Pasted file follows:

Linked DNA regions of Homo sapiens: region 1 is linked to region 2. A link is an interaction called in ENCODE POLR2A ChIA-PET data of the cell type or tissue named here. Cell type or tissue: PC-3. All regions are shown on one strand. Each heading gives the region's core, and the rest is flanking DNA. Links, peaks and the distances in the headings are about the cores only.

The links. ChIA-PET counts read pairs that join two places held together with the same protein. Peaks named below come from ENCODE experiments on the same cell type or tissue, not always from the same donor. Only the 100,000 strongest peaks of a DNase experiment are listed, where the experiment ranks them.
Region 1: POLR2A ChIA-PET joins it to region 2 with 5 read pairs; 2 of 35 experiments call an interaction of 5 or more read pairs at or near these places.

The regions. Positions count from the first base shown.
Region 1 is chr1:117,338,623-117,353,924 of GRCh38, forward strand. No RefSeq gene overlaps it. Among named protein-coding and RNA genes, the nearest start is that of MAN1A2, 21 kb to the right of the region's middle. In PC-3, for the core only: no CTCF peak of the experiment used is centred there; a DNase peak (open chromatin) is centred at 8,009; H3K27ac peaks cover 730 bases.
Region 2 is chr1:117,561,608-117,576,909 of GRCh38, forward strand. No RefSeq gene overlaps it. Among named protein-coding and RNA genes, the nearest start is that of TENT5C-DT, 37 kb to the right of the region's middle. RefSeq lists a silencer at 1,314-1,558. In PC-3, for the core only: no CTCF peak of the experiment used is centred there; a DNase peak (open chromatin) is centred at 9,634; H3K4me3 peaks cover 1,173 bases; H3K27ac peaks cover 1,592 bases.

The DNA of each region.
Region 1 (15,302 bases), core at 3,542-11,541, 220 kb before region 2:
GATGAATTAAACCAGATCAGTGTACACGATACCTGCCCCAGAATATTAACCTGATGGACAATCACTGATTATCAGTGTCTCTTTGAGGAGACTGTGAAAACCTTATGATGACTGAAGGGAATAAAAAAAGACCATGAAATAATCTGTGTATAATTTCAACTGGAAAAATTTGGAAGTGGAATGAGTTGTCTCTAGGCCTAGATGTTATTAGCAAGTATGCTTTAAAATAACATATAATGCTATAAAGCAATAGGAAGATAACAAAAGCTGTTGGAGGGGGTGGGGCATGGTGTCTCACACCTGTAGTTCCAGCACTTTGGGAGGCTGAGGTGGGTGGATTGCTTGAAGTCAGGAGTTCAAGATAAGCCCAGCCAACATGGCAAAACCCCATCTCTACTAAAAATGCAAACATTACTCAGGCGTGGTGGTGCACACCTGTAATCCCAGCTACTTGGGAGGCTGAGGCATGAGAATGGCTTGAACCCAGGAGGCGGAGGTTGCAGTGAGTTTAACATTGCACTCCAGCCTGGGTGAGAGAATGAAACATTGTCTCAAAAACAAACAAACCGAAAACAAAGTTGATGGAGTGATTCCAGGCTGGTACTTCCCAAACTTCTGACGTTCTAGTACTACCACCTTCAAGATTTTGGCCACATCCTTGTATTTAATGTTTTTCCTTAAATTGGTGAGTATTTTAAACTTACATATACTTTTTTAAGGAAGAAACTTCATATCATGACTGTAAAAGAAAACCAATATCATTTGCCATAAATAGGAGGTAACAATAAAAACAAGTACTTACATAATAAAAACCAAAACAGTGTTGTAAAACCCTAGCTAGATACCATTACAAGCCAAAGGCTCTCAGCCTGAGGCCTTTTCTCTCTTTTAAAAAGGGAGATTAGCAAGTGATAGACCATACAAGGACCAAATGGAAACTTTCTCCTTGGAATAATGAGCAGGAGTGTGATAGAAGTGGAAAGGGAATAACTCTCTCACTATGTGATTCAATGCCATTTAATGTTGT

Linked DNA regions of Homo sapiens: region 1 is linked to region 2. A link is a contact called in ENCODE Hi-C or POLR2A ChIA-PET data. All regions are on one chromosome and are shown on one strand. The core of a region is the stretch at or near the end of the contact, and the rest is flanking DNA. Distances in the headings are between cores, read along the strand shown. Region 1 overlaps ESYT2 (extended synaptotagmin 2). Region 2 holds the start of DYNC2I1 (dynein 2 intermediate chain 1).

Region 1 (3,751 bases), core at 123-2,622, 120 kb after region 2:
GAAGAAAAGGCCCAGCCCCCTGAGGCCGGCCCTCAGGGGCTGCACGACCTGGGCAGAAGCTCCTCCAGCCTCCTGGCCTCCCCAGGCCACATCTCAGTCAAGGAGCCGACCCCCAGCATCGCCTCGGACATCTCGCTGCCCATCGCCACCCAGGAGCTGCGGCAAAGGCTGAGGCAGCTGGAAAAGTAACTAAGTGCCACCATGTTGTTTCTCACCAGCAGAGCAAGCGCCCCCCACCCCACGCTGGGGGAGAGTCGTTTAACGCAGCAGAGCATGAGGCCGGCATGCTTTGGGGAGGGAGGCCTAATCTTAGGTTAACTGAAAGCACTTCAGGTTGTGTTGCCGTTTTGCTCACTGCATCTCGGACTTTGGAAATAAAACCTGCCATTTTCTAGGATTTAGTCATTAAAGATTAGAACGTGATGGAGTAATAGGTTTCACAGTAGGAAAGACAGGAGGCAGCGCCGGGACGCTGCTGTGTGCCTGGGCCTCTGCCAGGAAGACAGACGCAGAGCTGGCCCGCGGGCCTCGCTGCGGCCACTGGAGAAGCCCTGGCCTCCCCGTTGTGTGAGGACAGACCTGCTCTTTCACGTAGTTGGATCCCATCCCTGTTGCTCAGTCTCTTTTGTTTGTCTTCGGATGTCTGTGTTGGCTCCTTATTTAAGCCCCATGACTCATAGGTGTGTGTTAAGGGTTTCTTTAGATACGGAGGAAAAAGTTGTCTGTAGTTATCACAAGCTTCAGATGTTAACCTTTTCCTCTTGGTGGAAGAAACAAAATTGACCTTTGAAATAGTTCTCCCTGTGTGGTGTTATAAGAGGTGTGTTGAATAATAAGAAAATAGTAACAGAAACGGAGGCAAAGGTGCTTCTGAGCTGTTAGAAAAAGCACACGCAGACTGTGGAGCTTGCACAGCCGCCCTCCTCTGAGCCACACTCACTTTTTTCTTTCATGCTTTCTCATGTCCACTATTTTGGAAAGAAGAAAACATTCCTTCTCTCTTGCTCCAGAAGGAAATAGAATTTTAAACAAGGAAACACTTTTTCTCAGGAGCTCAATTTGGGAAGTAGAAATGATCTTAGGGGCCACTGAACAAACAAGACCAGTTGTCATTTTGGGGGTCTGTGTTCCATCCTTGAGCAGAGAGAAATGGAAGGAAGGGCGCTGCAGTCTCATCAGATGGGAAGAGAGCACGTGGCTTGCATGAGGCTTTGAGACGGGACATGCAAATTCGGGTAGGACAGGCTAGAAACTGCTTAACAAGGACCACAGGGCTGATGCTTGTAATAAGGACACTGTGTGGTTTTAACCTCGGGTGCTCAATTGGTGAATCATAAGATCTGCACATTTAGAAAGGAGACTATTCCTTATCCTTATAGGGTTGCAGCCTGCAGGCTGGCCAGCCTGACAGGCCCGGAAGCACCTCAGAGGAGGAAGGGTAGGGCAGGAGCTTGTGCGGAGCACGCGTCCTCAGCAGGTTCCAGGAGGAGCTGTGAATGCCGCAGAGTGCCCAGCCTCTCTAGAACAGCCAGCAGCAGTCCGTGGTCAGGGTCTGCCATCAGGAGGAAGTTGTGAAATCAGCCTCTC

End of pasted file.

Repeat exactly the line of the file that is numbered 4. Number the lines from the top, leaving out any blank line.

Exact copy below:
The regions. Positions count from the first base shown.